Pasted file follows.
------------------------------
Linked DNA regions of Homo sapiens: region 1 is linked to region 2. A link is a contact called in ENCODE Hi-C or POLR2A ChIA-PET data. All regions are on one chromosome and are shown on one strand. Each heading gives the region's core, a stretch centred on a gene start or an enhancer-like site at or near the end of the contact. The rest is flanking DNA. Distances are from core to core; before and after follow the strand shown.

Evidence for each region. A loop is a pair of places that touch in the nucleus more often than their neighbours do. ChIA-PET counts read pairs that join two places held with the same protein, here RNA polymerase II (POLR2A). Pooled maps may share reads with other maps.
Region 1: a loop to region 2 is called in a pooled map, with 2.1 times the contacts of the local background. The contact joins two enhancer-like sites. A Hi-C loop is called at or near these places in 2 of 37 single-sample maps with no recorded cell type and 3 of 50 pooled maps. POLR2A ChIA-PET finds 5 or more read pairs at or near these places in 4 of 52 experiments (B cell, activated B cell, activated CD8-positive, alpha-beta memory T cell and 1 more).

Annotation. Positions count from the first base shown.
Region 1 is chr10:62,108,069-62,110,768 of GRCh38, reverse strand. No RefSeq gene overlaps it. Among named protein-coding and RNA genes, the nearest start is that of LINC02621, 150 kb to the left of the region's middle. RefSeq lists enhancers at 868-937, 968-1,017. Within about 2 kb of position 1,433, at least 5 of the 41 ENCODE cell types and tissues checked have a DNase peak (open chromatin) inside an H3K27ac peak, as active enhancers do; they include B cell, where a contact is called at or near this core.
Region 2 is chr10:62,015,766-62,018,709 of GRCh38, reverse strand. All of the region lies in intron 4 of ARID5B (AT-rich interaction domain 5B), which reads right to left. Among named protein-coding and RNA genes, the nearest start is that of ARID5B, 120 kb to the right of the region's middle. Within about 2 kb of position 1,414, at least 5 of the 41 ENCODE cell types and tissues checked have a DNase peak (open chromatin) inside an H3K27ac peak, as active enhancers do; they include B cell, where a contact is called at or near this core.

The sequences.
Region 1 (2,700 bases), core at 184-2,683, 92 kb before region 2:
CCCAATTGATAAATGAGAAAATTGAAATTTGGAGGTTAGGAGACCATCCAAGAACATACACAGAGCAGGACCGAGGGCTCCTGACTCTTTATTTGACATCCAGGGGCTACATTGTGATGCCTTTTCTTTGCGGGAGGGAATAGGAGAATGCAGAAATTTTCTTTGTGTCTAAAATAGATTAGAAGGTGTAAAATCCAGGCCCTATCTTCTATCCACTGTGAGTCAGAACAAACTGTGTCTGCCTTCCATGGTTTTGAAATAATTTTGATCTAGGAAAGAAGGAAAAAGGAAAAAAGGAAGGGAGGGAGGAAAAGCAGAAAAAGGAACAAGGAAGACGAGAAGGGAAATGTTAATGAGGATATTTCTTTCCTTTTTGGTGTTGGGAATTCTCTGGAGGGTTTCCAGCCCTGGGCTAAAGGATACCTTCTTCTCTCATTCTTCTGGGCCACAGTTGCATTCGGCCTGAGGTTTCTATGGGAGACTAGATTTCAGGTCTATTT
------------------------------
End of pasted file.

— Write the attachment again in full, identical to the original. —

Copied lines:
Linked DNA regions of Homo sapiens: region 1 is linked to region 2. A link is a contact called in ENCODE Hi-C or POLR2A ChIA-PET data. All regions are on one chromosome and are shown on one strand. Each heading gives the region's core, a stretch centred on a gene start or an enhancer-like site at or near the end of the contact. The rest is flanking DNA. Distances are from core to core; before and after follow the strand shown.

Evidence for each region. A loop is a pair of places that touch in the nucleus more often than their neighbours do. ChIA-PET counts read pairs that join two places held with the same protein, here RNA polymerase II (POLR2A). Pooled maps may share reads with other maps.
Region 1: a loop to region 2 is called in a pooled map, with 2.1 times the contacts of the local background. The contact joins two enhancer-like sites. A Hi-C loop is called at or near these places in 2 of 37 single-sample maps with no recorded cell type and 3 of 50 pooled maps. POLR2A ChIA-PET finds 5 or more read pairs at or near these places in 4 of 52 experiments (B cell, activated B cell, activated CD8-positive, alpha-beta memory T cell and 1 more).

Annotation. Positions count from the first base shown.
Region 1 is chr10:62,108,069-62,110,768 of GRCh38, reverse strand. No RefSeq gene overlaps it. Among named protein-coding and RNA genes, the nearest start is that of LINC02621, 150 kb to the left of the region's middle. RefSeq lists enhancers at 868-937, 968-1,017. Within about 2 kb of position 1,433, at least 5 of the 41 ENCODE cell types and tissues checked have a DNase peak (open chromatin) inside an H3K27ac peak, as active enhancers do; they include B cell, where a contact is called at or near this core.
Region 2 is chr10:62,015,766-62,018,709 of GRCh38, reverse strand. All of the region lies in intron 4 of ARID5B (AT-rich interaction domain 5B), which reads right to left. Among named protein-coding and RNA genes, the nearest start is that of ARID5B, 120 kb to the right of the region's middle. Within about 2 kb of position 1,414, at least 5 of the 41 ENCODE cell types and tissues checked have a DNase peak (open chromatin) inside an H3K27ac peak, as active enhancers do; they include B cell, where a contact is called at or near this core.

The sequences.
Region 1 (2,700 bases), core at 184-2,683, 92 kb before region 2:
CCCAATTGATAAATGAGAAAATTGAAATTTGGAGGTTAGGAGACCATCCAAGAACATACACAGAGCAGGACCGAGGGCTCCTGACTCTTTATTTGACATCCAGGGGCTACATTGTGATGCCTTTTCTTTGCGGGAGGGAATAGGAGAATGCAGAAATTTTCTTTGTGTCTAAAATAGATTAGAAGGTGTAAAATCCAGGCCCTATCTTCTATCCACTGTGAGTCAGAACAAACTGTGTCTGCCTTCCATGGTTTTGAAATAATTTTGATCTAGGAAAGAAGGAAAAAGGAAAAAAGGAAGGGAGGGAGGAAAAGCAGAAAAAGGAACAAGGAAGACGAGAAGGGAAATGTTAATGAGGATATTTCTTTCCTTTTTGGTGTTGGGAATTCTCTGGAGGGTTTCCAGCCCTGGGCTAAAGGATACCTTCTTCTCTCATTCTTCTGGGCCACAGTTGCATTCGGCCTGAGGTTTCTATGGGAGACTAGATTTCAGGTCTATTT